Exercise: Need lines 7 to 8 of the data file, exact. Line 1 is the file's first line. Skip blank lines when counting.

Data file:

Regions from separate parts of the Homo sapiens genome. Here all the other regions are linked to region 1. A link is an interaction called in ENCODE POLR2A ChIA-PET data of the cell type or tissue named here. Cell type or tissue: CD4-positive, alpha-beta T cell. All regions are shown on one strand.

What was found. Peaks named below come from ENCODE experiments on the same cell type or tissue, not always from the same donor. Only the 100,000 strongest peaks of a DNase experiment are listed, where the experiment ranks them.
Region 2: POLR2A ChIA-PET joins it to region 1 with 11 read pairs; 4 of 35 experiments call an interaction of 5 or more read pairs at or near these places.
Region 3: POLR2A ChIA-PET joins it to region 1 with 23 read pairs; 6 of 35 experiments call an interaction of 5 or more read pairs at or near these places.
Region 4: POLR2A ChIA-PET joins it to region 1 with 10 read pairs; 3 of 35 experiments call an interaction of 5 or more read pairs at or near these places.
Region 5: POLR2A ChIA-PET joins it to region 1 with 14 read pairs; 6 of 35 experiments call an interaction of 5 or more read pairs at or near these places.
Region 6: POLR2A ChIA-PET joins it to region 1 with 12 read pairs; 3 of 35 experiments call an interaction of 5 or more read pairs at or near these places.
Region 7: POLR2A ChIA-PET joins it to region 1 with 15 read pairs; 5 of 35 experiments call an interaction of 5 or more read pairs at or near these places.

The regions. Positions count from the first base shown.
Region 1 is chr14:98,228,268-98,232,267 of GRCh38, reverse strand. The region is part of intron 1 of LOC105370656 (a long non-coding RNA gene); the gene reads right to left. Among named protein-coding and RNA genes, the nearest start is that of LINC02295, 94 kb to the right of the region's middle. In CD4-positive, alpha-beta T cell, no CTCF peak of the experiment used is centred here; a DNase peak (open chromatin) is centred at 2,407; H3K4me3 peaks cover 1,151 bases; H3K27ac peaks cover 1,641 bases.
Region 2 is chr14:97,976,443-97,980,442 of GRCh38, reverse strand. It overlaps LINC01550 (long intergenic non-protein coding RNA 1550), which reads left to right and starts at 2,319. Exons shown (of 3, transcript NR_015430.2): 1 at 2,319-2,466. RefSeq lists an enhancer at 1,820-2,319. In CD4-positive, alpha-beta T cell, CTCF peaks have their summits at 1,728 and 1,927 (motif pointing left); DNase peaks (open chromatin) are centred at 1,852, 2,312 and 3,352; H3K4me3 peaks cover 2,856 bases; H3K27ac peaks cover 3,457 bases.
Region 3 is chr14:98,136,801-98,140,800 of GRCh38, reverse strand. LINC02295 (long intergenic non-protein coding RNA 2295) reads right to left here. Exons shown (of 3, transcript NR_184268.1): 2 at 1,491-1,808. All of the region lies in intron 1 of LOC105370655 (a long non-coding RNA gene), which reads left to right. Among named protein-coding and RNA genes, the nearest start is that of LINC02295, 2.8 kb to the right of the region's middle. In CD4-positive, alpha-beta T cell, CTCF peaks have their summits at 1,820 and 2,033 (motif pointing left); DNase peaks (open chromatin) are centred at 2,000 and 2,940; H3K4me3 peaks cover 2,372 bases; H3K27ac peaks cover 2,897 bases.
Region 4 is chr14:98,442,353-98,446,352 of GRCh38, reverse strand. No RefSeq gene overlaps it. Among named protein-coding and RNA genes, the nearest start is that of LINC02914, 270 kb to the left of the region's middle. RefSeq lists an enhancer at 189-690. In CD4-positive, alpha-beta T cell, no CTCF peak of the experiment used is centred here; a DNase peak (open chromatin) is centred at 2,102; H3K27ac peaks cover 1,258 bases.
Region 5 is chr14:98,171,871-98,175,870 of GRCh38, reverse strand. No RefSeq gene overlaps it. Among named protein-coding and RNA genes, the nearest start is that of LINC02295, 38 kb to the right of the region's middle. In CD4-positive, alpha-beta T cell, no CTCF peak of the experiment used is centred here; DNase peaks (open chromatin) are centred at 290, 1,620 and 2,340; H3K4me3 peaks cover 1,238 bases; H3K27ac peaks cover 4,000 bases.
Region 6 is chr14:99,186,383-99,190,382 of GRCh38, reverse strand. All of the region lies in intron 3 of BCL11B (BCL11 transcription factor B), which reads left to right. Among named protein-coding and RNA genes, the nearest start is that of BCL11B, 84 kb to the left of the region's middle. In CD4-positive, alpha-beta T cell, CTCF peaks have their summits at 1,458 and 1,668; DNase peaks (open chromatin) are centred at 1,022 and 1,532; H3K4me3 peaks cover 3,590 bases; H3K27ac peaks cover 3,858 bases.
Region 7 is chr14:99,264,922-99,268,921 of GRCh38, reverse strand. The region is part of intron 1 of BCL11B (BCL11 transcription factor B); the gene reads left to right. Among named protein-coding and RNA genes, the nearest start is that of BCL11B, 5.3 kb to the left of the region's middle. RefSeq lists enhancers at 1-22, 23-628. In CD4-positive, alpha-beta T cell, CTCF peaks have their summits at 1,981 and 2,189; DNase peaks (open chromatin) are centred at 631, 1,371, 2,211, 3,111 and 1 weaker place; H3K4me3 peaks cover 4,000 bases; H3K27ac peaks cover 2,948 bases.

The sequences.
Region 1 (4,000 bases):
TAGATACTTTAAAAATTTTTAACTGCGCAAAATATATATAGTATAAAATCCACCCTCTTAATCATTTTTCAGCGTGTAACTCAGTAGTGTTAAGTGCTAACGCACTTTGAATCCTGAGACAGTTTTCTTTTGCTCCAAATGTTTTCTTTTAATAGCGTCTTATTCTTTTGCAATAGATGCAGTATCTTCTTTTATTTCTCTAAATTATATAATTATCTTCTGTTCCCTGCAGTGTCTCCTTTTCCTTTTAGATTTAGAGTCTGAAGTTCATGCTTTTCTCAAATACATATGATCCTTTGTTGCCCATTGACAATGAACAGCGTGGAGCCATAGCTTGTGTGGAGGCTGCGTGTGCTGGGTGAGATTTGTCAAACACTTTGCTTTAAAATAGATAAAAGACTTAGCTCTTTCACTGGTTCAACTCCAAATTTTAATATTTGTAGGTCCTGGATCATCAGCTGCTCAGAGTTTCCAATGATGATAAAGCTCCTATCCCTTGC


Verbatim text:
Region 6: POLR2A ChIA-PET joins it to region 1 with 12 read pairs; 3 of 35 experiments call an interaction of 5 or more read pairs at or near these places.
Region 7: POLR2A ChIA-PET joins it to region 1 with 15 read pairs; 5 of 35 experiments call an interaction of 5 or more read pairs at or near these places.